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Tristan, Isolde, Wagner and I. "Must I waken?"
Submitted by Marcus on Mon, 2006-10-23 23:15
I saw the opera Tristan and Isolde on the weekend (staged by the Welsh National Opera), my first Wagner opera. I wanted to see what all the fuss was about and see (with an open mind) if Wagner was really the operatic genius that some people claim he is.
I have to say that theatrically it was a bit boring, I almost fell asleep at one part - even though I know the story well. I had seen the very excellent movie version (very much in the Randian life-affirming spirit) earlier this year - and I subsequently looked up the more traditional variations of this story.
Musically it was more interesting in places, even quite conventional and not as atonal as I imagined. However, again surprisingly, these were only musical highlights interspersed amongst some very dull and uninspiring music. The best parts musically of Wagner’s Tristan and Isolde were the prelude to act one (already a quite well-known and popular piece played on Classic FM) and the finale to act three (the sort of gloriously thunderous finale you would expect from Wagner).
From a "sense of life" point of view, this opera was the worst thing you could imagine. Wagner was fully in love with Schopenhauer’s philosophy by this stage of his career, so that the whole opera is just full of yearning from Tristan and Isolde about how wonderful it would be to be dead instead of having to endure such a strong and passionate love. There are even two lines that spoken by each character explicitly saying that when they die they will become one with the Universe - in that old Buddhistic ideal Schopenhauer advocated.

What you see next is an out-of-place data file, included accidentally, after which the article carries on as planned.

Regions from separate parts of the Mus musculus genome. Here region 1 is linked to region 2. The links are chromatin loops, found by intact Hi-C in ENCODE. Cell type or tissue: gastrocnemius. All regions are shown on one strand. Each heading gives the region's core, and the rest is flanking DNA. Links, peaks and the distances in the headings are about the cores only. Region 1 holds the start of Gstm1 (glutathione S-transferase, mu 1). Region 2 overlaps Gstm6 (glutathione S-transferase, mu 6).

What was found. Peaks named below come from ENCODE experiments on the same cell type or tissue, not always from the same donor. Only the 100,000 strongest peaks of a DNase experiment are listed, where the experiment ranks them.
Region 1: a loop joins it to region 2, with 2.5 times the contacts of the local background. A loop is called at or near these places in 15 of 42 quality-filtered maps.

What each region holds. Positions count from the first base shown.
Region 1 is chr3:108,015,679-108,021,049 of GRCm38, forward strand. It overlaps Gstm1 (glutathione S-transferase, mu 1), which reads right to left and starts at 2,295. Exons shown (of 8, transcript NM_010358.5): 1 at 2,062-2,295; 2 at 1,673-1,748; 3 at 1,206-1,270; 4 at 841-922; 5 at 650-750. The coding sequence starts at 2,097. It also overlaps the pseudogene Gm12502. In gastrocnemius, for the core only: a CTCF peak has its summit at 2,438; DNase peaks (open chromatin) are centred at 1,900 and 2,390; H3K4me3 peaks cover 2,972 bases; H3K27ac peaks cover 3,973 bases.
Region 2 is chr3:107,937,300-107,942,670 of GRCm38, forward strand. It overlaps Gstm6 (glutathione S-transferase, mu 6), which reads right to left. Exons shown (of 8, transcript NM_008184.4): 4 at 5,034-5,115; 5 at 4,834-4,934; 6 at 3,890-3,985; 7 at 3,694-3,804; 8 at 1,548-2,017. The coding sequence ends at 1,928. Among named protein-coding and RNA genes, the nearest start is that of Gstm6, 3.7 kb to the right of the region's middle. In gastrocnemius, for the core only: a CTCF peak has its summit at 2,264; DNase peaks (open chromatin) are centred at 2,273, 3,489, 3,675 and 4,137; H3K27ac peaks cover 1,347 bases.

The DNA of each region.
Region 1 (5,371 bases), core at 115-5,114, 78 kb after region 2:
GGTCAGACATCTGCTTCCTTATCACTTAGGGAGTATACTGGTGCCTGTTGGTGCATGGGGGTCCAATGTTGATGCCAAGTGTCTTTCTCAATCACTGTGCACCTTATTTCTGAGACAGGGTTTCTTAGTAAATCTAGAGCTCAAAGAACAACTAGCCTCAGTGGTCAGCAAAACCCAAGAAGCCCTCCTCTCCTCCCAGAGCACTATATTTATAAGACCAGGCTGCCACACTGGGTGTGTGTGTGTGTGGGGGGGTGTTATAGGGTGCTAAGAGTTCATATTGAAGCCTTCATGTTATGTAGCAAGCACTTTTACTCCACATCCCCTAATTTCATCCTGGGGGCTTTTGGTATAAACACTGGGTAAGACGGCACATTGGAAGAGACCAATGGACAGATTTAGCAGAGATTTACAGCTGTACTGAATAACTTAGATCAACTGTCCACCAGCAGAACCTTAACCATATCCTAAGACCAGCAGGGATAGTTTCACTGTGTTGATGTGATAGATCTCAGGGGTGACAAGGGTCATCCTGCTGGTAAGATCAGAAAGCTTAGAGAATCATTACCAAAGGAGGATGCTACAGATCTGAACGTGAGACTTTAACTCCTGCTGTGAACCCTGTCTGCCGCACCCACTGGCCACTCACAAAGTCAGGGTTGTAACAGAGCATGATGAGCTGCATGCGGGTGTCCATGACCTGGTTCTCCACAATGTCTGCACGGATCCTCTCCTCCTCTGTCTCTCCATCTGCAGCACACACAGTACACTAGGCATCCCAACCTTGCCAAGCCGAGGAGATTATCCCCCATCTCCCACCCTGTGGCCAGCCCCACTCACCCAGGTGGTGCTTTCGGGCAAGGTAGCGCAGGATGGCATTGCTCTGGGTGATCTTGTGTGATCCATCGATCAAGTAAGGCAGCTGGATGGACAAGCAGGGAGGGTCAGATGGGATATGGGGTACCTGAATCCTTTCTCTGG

But don’t just take my word for it; here is a quote from a book written by a Wagner fan.
“In ActII they again want to die together. They are now openly in love with each other, and are longing for the only true oneness open to them, the oneness of the noumenal state to which death will return them.
Isolde: Let me die now.
I might try again with another Wagner opera (open minded as always), but the rest of the book does not make encouraging reading.
“Readers will remember that in Wagner the idea of a man and a woman united in death, released by their love from the need for any further life in this world, goes back through “Tannhaeuser” to “The Flying Dutchman”; but previously it had been based on rationally unsupported intuition, whereas now it has behind it the whole magnificent edifice of Kantian-Schopenhauerian philosophy.”
Oh charming! Not just boring then, but Wagner had moved on with "Tristan and Isolde" to wickedly boring! Shall I give him another try? Hmmmmm
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